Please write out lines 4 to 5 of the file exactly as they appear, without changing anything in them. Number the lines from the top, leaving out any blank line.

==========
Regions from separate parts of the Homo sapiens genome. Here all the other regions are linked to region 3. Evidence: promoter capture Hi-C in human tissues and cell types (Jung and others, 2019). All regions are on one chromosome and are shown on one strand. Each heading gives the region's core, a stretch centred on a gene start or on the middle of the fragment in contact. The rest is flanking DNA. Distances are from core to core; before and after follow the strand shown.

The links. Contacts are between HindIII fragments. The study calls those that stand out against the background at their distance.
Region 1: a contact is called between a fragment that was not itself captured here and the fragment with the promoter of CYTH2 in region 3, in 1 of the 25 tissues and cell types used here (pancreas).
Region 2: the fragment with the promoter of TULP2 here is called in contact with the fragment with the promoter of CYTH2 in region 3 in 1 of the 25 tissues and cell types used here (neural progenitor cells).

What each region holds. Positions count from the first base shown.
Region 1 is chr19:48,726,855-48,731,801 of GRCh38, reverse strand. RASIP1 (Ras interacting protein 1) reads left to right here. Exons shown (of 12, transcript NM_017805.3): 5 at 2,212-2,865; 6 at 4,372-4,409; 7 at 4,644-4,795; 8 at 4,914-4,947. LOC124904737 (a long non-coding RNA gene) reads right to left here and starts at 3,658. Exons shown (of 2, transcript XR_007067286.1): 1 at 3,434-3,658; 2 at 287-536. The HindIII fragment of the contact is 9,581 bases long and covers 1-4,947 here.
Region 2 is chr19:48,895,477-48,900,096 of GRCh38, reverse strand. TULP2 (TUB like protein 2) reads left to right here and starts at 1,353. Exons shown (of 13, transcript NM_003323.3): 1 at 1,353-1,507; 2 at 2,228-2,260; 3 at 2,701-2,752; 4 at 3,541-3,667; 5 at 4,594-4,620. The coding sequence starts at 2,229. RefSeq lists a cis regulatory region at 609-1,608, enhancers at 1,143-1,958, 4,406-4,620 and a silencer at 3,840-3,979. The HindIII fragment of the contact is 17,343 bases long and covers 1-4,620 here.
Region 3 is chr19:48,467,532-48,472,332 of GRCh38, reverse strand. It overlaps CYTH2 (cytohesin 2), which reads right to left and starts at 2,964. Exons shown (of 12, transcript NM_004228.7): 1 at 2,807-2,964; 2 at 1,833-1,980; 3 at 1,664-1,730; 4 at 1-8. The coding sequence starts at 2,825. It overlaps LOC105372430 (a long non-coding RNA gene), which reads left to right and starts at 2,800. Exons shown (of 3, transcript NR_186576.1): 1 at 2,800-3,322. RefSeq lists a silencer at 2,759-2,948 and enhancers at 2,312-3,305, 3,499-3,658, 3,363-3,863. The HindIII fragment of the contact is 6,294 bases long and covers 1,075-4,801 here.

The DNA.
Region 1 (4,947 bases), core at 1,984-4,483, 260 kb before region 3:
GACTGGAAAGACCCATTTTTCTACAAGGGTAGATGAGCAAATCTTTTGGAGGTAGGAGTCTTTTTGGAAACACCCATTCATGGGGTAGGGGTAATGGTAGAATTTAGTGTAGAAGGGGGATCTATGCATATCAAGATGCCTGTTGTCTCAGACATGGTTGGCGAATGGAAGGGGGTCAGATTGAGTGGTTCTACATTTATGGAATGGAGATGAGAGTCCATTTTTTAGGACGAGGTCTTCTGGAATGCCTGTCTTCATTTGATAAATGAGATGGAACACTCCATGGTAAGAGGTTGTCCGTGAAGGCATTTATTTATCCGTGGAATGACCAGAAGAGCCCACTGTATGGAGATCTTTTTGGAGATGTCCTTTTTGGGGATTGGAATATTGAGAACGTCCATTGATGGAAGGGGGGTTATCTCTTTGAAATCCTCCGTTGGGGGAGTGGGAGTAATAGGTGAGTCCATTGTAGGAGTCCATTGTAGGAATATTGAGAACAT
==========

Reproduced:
Region 2: the fragment with the promoter of TULP2 here is called in contact with the fragment with the promoter of CYTH2 in region 3 in 1 of the 25 tissues and cell types used here (neural progenitor cells).

What each region holds. Positions count from the first base shown.